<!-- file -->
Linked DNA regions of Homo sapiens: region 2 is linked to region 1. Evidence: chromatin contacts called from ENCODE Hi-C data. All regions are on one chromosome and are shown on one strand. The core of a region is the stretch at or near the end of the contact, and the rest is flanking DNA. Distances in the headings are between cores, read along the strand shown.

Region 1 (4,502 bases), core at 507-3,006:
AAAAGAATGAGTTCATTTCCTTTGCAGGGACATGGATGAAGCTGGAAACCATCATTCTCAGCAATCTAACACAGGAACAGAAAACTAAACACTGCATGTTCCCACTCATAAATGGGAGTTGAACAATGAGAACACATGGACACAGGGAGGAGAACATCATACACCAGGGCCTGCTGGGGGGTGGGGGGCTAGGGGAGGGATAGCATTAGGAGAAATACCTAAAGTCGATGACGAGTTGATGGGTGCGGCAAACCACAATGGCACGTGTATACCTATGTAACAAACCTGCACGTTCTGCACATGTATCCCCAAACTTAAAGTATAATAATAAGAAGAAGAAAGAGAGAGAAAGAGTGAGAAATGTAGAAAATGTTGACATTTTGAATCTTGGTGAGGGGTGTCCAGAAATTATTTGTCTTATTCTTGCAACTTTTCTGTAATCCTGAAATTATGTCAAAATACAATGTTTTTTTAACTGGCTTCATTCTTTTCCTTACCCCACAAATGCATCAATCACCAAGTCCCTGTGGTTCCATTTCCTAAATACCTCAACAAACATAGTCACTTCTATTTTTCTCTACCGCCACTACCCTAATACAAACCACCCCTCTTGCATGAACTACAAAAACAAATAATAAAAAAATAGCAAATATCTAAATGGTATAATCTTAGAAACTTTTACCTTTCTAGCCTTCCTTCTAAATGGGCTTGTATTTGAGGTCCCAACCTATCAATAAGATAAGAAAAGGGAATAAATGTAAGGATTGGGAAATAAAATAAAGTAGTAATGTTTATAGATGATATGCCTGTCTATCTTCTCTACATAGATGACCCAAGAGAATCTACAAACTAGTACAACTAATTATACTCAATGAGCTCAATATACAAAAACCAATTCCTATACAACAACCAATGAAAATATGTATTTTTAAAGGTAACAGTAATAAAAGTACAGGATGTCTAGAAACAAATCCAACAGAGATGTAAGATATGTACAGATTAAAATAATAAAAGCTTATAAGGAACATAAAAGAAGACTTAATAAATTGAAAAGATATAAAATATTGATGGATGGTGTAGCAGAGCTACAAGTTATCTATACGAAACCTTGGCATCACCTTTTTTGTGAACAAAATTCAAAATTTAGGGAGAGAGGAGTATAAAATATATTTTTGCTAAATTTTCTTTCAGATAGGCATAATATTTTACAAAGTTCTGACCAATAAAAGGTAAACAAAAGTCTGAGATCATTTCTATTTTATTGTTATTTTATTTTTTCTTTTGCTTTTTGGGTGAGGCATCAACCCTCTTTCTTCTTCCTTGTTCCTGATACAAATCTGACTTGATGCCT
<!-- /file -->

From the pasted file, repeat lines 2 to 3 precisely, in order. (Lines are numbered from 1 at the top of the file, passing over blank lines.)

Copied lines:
Region 1 (4,502 bases), core at 507-3,006:
AAAAGAATGAGTTCATTTCCTTTGCAGGGACATGGATGAAGCTGGAAACCATCATTCTCAGCAATCTAACACAGGAACAGAAAACTAAACACTGCATGTTCCCACTCATAAATGGGAGTTGAACAATGAGAACACATGGACACAGGGAGGAGAACATCATACACCAGGGCCTGCTGGGGGGTGGGGGGCTAGGGGAGGGATAGCATTAGGAGAAATACCTAAAGTCGATGACGAGTTGATGGGTGCGGCAAACCACAATGGCACGTGTATACCTATGTAACAAACCTGCACGTTCTGCACATGTATCCCCAAACTTAAAGTATAATAATAAGAAGAAGAAAGAGAGAGAAAGAGTGAGAAATGTAGAAAATGTTGACATTTTGAATCTTGGTGAGGGGTGTCCAGAAATTATTTGTCTTATTCTTGCAACTTTTCTGTAATCCTGAAATTATGTCAAAATACAATGTTTTTTTAACTGGCTTCATTCTTTTCCTTACCCCACAAATGCATCAATCACCAAGTCCCTGTGGTTCCATTTCCTAAATACCTCAACAAACATAGTCACTTCTATTTTTCTCTACCGCCACTACCCTAATACAAACCACCCCTCTTGCATGAACTACAAAAACAAATAATAAAAAAATAGCAAATATCTAAATGGTATAATCTTAGAAACTTTTACCTTTCTAGCCTTCCTTCTAAATGGGCTTGTATTTGAGGTCCCAACCTATCAATAAGATAAGAAAAGGGAATAAATGTAAGGATTGGGAAATAAAATAAAGTAGTAATGTTTATAGATGATATGCCTGTCTATCTTCTCTACATAGATGACCCAAGAGAATCTACAAACTAGTACAACTAATTATACTCAATGAGCTCAATATACAAAAACCAATTCCTATACAACAACCAATGAAAATATGTATTTTTAAAGGTAACAGTAATAAAAGTACAGGATGTCTAGAAACAAATCCAACAGAGATGTAAGATATGTACAGATTAAAATAATAAAAGCTTATAAGGAACATAAAAGAAGACTTAATAAATTGAAAAGATATAAAATATTGATGGATGGTGTAGCAGAGCTACAAGTTATCTATACGAAACCTTGGCATCACCTTTTTTGTGAACAAAATTCAAAATTTAGGGAGAGAGGAGTATAAAATATATTTTTGCTAAATTTTCTTTCAGATAGGCATAATATTTTACAAAGTTCTGACCAATAAAAGGTAAACAAAAGTCTGAGATCATTTCTATTTTATTGTTATTTTATTTTTTCTTTTGCTTTTTGGGTGAGGCATCAACCCTCTTTCTTCTTCCTTGTTCCTGATACAAATCTGACTTGATGCCT